I have a PS4 and Xbox One, I'm looking to avoid all NAT issues and possibly improve performance. Would it be better to use a DMZ or use IP Pass-through?
DMZDMZ is a Router NAT function. When you put a device in the DMZ then all packets received by your router, that don't match an existing NAT connection, are forwarded to the DMZ device. So any unsolicited traffic sent to your router is no longer dropped by NAT if it doesn't match a port forwarding rule, but instead is forwarded to the DMZed device. You'll want a firewall installed on this device unless it is a game console (and maybe even then?), as it will now be subjected to all kinds of scans and probes from the internet.
IP Passthrough removes the device (by switch port, or MAC address depending on device and configuration) from any routing or NAT functions. All traffic from that device is switched/bridged through the router right to the ISP. The IP Passthrough-ed device will have to pull its own public IP address from the ISP DHCP server. This device is no longer on a private network behind a Router/Firewall/NAT, it now lives directly on the public internet (I suggest you should have a firewall installed on it).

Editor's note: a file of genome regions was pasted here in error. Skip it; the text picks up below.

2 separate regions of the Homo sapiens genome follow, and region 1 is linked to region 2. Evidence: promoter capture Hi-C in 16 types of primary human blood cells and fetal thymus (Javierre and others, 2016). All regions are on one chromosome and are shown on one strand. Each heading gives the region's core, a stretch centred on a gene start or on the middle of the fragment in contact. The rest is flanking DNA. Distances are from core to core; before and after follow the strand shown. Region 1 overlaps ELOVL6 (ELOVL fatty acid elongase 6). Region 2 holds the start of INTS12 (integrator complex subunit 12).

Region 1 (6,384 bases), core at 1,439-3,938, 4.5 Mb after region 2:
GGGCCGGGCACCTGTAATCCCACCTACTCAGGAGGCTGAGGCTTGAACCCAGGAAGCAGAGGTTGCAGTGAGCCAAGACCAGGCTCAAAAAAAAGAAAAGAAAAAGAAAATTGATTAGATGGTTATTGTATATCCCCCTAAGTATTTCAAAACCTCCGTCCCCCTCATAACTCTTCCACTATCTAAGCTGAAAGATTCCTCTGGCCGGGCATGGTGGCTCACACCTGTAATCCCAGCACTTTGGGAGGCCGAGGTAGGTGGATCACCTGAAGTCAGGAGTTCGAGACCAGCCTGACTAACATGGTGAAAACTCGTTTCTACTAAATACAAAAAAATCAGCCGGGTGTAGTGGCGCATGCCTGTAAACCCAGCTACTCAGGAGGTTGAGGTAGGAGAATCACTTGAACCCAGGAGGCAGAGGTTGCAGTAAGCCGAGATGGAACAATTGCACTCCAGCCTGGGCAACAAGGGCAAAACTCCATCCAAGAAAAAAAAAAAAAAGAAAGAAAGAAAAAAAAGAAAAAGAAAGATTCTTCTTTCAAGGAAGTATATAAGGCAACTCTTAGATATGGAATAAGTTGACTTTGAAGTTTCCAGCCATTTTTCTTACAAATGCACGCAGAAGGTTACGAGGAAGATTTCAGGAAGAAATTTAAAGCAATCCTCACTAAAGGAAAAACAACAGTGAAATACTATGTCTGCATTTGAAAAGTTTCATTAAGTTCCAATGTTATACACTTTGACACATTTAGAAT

Thanks for reaching out! For this purpose I've seen the most success of having your XBox/PS4 set to utilize IP passthrough as that would bypass any features of your router that would be blocking these ports at all.
It's do at your own risk though, as by setting up IP passthrough without having another router set up on that port, you wouldn't have any sort of hardware firewall set up, which is definitely not advisable for network security purposes.
What I've seen quite often is setting up IP passthrough from the Shaw modem/router unit -> another router that you have set up specifically for console gaming, and using your consoles through there. This way you'd have more control over the router settings for those devices specifically.
Thanks for the info shaw-brayden! When I go into the port forwarding section on the Hitron modem it shows a few ports being opened for my PS4 and Xbox One but I never put them there myself so it looks like it automatically is opening ports that are needed if a device requests them, is this supposed to happen?
Correct. This is known as UPnP (Universal Plug n' Play) port forwarding, where devices/software can request the router to open ports used by the software. This feature is on by default in most routers.
Ok, thanks for the quick reply shaw-phil. I've never seen a router actually list the ports opened by UPnP before.
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